Tiny House Yogurt

We don’t live in our Skoolie yet, but I do have the Skoolie oven already… the Breville Smart Oven Air.  I’m exploring what it will do and my favorite thing so far has been using the dehydrate function to make yogurt.

Yogurt is great for gut health, however… grocery store brands load yogurt up with sugar, fruit, and preservatives.  Some kinds of gut problems result from a yeast that feeds on sugar (fruit is a natural sugar), and preservatives are a culprit for other gut health issues – Yikes!  So grocery store yogurt can actually feed the problem instead of helping you heal!  Sucks, right?  Take it from someone who has had a real challenge with gut health – real yogurt – the homemade stuff – is part of the solution, not the problem!  And making your own is rewarding, delicious, good for the environment, and good for the gut health of you and your family!  Did I mention it is delicious?  Good!

When we had our restaurant, we used an Excalibur dehydrator to make yogurt for the fresh yogurt smoothies we had on our menu.  (You know how the VitaMix is the best blender?  Well, Excalibur is the best dehydrator!) We also had green smoothies and fresh juices in the restaurant.  I missed having a dehydrator around for yogurt, kale chips, and beautiful pineapple flowers.  It was one of the sacrifices we made in going tiny, no dehydrator.  No room.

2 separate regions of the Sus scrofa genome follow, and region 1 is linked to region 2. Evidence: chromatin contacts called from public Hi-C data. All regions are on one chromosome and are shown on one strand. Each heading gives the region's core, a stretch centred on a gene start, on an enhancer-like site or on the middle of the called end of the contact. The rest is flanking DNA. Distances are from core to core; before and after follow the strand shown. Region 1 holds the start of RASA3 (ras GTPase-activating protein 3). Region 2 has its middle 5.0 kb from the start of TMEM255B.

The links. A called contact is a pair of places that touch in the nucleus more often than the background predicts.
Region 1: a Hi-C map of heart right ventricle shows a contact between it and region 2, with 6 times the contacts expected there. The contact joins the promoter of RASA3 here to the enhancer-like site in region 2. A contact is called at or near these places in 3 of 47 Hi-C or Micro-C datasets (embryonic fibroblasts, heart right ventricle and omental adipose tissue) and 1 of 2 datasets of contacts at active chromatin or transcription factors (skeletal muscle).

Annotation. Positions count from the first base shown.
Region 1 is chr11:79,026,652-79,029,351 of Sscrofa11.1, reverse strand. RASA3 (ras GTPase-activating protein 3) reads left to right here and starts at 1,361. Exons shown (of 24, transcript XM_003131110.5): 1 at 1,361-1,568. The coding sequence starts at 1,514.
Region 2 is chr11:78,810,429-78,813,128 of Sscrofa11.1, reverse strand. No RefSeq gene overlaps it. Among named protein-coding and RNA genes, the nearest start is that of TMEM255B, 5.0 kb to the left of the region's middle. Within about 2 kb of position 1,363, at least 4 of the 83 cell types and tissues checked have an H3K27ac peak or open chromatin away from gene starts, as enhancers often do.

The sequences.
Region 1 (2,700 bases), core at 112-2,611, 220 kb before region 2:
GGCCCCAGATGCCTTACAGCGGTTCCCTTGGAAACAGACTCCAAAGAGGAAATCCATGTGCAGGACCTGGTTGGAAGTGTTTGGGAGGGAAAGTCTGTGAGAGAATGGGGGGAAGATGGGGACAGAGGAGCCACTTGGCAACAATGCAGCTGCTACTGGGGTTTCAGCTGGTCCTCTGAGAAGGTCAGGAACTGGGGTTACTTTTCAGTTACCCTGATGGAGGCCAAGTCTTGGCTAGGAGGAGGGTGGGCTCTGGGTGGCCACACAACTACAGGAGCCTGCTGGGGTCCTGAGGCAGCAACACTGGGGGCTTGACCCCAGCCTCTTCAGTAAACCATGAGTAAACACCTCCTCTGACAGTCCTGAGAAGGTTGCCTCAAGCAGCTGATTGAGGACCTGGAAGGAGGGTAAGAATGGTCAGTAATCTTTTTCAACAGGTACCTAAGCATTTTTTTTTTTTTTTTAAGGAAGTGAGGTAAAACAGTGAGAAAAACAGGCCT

The Breville Smart Oven Air

But when I found the Breville oven with the dehydrate function – SQUEE – I was delighted!  I can have an oven that will bake a pie AND a dehydrator – in one smart package!  We tiny house foodies do enjoy our multi-purpose kitchen tools!!  Plus, this one is $399 which seems like a lot for a toaster oven (it’s not a toaster oven) but when you consider how much less that is than a range it was a no-brainer for us.  (Not for everyone – no worries.)  Since our Skoolie is 128 square feet, we didn’t have room for a full size range, or even a fun-sized one.  I’ve already written about this oven, so check that out if you’re deciding which oven/range/cooktop is best for your tiny haven-home – plus there is a money saving tip at that link as well.

 

Would you like the yogurt recipe I use?

1 gallon whole fat milk.  (I use whole milk because it makes better yogurt and because I’ve read that whole fat is better for you than low fat or non-fat and I’m a purist anyway.  I like things that haven’t been tinkered with too much.)

When I’m ready to make yogurt, I buy some unsweetened whole milk yogurt at the grocery and use that as starter.  Then as long as I don’t eat ALL the yogurt and save some for a starter for the next batch – then there is no need to buy more.  Look on the label for active cultures.

Yep – that’s it.  Milk and yogurt cultures.  Pretty simple, huh?  (And yummy)